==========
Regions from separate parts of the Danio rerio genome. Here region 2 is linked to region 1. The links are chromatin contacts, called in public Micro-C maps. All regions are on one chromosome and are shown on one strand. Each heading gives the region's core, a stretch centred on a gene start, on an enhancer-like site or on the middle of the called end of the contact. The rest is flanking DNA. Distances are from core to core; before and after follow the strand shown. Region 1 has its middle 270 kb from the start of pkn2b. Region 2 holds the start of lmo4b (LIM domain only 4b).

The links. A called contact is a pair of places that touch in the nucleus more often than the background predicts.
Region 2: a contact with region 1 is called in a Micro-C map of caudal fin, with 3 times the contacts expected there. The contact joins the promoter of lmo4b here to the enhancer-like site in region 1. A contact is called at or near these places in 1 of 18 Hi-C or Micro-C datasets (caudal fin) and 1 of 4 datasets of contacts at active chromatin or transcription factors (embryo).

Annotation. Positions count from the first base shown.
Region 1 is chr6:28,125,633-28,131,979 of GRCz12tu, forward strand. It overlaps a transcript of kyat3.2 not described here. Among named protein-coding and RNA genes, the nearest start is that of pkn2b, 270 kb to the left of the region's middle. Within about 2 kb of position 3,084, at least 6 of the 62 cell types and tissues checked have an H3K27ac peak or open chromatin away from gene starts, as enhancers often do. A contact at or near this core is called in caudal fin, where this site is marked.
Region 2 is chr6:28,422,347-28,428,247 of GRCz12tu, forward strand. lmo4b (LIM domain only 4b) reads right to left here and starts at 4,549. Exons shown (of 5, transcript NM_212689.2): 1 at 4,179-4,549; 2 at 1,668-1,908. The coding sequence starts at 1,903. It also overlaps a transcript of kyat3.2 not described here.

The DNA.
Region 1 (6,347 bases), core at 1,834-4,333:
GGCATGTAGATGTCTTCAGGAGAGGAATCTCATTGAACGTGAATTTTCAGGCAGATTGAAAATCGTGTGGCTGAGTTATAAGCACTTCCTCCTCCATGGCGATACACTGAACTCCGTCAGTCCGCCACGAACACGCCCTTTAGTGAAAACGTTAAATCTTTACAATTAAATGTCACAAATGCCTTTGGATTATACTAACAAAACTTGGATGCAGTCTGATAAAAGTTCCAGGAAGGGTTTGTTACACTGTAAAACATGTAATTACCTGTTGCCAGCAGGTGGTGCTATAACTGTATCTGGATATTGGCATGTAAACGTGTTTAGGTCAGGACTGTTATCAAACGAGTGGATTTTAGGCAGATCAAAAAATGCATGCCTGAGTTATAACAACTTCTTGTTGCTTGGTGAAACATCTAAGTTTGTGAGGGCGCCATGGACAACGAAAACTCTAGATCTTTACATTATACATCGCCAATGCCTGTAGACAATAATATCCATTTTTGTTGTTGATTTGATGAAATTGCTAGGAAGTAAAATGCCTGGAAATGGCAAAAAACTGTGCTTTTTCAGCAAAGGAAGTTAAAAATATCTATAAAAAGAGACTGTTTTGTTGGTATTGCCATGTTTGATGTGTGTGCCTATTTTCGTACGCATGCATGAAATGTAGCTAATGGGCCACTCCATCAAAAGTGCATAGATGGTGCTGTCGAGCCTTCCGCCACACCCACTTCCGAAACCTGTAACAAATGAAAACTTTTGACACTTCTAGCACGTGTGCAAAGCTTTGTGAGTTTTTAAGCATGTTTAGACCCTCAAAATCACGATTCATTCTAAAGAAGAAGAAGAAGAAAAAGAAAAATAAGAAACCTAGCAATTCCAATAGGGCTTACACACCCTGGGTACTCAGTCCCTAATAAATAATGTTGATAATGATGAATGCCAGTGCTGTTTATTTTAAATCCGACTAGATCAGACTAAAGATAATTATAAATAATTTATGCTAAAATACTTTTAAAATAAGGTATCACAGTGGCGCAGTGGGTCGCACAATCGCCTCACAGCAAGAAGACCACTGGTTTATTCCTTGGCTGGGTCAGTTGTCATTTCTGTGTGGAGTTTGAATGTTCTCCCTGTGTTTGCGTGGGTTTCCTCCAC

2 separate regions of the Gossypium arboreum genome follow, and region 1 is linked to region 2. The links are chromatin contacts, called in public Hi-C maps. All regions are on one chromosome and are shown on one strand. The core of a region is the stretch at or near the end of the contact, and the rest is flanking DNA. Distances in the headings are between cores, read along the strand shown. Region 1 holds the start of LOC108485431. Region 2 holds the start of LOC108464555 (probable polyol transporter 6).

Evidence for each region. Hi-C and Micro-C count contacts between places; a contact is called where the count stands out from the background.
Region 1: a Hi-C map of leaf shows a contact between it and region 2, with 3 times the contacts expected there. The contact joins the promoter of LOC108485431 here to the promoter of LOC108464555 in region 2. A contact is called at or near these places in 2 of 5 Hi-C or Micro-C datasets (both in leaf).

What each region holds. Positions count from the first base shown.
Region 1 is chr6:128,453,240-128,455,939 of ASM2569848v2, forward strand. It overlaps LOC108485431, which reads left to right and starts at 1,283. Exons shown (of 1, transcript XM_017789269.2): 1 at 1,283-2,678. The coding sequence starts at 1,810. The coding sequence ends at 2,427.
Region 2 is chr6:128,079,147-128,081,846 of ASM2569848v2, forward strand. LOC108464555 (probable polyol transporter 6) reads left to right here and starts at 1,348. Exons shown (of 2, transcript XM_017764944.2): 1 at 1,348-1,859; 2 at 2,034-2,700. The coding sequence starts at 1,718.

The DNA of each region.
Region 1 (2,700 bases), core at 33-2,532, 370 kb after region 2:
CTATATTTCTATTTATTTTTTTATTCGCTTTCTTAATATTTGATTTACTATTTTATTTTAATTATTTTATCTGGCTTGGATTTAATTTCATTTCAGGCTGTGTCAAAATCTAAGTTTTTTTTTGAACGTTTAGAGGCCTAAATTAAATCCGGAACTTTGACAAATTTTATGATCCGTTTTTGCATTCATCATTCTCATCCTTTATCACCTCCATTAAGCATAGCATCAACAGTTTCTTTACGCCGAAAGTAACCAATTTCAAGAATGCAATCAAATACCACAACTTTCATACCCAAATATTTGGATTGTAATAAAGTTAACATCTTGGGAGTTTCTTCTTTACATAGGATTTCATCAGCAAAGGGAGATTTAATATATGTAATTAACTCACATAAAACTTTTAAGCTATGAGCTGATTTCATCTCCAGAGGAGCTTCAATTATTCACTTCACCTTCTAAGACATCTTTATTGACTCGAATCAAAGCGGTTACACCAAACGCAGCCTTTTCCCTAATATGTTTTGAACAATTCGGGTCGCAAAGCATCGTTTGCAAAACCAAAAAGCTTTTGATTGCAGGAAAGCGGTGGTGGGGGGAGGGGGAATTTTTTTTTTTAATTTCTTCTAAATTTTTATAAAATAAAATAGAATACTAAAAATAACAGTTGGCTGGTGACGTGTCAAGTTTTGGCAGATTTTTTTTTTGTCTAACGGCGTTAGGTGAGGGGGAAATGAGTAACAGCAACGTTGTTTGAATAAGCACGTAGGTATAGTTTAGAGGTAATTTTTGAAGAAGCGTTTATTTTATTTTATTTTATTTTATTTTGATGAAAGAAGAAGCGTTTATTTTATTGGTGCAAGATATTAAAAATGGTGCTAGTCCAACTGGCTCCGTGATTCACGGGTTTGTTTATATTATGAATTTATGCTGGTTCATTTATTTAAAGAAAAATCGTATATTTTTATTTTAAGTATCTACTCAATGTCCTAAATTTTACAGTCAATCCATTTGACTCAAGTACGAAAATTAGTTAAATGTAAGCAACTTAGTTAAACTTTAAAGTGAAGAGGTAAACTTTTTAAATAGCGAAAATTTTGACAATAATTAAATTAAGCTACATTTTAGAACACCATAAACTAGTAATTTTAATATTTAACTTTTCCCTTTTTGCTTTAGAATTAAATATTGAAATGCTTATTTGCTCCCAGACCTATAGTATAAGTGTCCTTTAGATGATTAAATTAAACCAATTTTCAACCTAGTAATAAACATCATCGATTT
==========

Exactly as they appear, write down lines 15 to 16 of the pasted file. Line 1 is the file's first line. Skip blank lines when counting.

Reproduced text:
Region 2 is chr6:128,079,147-128,081,846 of ASM2569848v2, forward strand. LOC108464555 (probable polyol transporter 6) reads left to right here and starts at 1,348. Exons shown (of 2, transcript XM_017764944.2): 1 at 1,348-1,859; 2 at 2,034-2,700. The coding sequence starts at 1,718.

The DNA of each region.